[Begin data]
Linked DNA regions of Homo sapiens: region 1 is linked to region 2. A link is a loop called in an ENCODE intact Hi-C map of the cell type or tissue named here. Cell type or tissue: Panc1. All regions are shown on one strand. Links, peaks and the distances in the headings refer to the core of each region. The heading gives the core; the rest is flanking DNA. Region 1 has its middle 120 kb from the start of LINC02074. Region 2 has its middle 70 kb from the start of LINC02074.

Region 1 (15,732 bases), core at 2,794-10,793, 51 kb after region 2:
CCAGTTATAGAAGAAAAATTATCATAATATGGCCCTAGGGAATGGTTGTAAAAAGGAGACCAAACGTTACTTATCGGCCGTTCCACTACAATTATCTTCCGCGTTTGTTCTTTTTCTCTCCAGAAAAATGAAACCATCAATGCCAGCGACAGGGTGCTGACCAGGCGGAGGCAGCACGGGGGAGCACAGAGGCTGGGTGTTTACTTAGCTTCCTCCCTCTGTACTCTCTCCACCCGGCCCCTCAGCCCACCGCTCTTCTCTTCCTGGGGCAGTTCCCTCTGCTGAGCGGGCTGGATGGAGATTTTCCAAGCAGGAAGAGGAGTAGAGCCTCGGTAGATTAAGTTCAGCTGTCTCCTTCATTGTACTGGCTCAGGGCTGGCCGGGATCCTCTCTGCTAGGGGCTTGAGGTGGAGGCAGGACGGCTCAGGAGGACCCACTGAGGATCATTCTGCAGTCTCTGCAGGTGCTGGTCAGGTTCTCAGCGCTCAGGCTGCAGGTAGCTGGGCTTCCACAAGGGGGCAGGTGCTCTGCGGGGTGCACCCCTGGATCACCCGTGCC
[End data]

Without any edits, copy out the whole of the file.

Linked DNA regions of Homo sapiens: region 1 is linked to region 2. A link is a loop called in an ENCODE intact Hi-C map of the cell type or tissue named here. Cell type or tissue: Panc1. All regions are shown on one strand. Links, peaks and the distances in the headings refer to the core of each region. The heading gives the core; the rest is flanking DNA. Region 1 has its middle 120 kb from the start of LINC02074. Region 2 has its middle 70 kb from the start of LINC02074.

Region 1 (15,732 bases), core at 2,794-10,793, 51 kb after region 2:
CCAGTTATAGAAGAAAAATTATCATAATATGGCCCTAGGGAATGGTTGTAAAAAGGAGACCAAACGTTACTTATCGGCCGTTCCACTACAATTATCTTCCGCGTTTGTTCTTTTTCTCTCCAGAAAAATGAAACCATCAATGCCAGCGACAGGGTGCTGACCAGGCGGAGGCAGCACGGGGGAGCACAGAGGCTGGGTGTTTACTTAGCTTCCTCCCTCTGTACTCTCTCCACCCGGCCCCTCAGCCCACCGCTCTTCTCTTCCTGGGGCAGTTCCCTCTGCTGAGCGGGCTGGATGGAGATTTTCCAAGCAGGAAGAGGAGTAGAGCCTCGGTAGATTAAGTTCAGCTGTCTCCTTCATTGTACTGGCTCAGGGCTGGCCGGGATCCTCTCTGCTAGGGGCTTGAGGTGGAGGCAGGACGGCTCAGGAGGACCCACTGAGGATCATTCTGCAGTCTCTGCAGGTGCTGGTCAGGTTCTCAGCGCTCAGGCTGCAGGTAGCTGGGCTTCCACAAGGGGGCAGGTGCTCTGCGGGGTGCACCCCTGGATCACCCGTGCC